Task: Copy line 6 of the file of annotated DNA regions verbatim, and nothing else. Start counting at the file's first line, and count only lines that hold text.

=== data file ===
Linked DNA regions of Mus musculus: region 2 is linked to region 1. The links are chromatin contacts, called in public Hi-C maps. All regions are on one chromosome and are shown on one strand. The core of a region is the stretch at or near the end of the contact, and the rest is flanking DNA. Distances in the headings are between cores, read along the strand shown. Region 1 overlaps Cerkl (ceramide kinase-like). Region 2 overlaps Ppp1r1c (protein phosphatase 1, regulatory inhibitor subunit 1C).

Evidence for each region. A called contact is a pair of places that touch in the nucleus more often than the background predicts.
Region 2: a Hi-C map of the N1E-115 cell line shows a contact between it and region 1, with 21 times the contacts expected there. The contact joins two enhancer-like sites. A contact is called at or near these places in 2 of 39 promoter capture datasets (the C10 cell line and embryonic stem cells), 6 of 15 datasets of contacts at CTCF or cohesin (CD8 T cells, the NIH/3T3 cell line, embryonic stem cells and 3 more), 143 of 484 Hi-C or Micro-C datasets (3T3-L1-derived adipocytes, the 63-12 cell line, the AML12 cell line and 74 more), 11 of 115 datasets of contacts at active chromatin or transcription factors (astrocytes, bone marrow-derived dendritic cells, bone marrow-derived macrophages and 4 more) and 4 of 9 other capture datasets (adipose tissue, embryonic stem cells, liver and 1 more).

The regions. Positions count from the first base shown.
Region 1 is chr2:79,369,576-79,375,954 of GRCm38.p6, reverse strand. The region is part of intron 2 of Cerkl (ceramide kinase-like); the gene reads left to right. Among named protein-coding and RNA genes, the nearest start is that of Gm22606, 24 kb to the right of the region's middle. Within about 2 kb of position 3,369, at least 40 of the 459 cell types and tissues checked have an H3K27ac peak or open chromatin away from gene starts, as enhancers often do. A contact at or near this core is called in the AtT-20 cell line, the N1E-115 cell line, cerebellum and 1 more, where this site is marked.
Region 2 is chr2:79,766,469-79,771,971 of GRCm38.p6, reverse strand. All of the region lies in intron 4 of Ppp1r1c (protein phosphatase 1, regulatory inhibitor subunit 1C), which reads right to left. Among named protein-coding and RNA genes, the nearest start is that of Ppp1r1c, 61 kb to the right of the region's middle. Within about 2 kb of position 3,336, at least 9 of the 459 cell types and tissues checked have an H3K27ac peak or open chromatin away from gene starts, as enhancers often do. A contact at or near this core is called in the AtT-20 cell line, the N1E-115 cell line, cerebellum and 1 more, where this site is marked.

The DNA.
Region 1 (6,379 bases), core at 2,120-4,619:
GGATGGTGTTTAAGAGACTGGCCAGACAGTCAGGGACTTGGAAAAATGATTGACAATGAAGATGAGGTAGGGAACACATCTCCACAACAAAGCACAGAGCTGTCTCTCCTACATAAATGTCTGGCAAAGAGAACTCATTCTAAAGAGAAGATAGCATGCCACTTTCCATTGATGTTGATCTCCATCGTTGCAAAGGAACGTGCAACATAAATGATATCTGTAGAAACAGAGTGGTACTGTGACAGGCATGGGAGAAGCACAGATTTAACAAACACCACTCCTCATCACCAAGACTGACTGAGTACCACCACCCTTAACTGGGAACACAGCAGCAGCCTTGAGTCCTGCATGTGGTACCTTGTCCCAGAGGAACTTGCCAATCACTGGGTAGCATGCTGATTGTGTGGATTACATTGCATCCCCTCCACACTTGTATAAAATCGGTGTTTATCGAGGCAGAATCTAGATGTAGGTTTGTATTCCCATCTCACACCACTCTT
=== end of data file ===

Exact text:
Region 2 is chr2:79,766,469-79,771,971 of GRCm38.p6, reverse strand. All of the region lies in intron 4 of Ppp1r1c (protein phosphatase 1, regulatory inhibitor subunit 1C), which reads right to left. Among named protein-coding and RNA genes, the nearest start is that of Ppp1r1c, 61 kb to the right of the region's middle. Within about 2 kb of position 3,336, at least 9 of the 459 cell types and tissues checked have an H3K27ac peak or open chromatin away from gene starts, as enhancers often do. A contact at or near this core is called in the AtT-20 cell line, the N1E-115 cell line, cerebellum and 1 more, where this site is marked.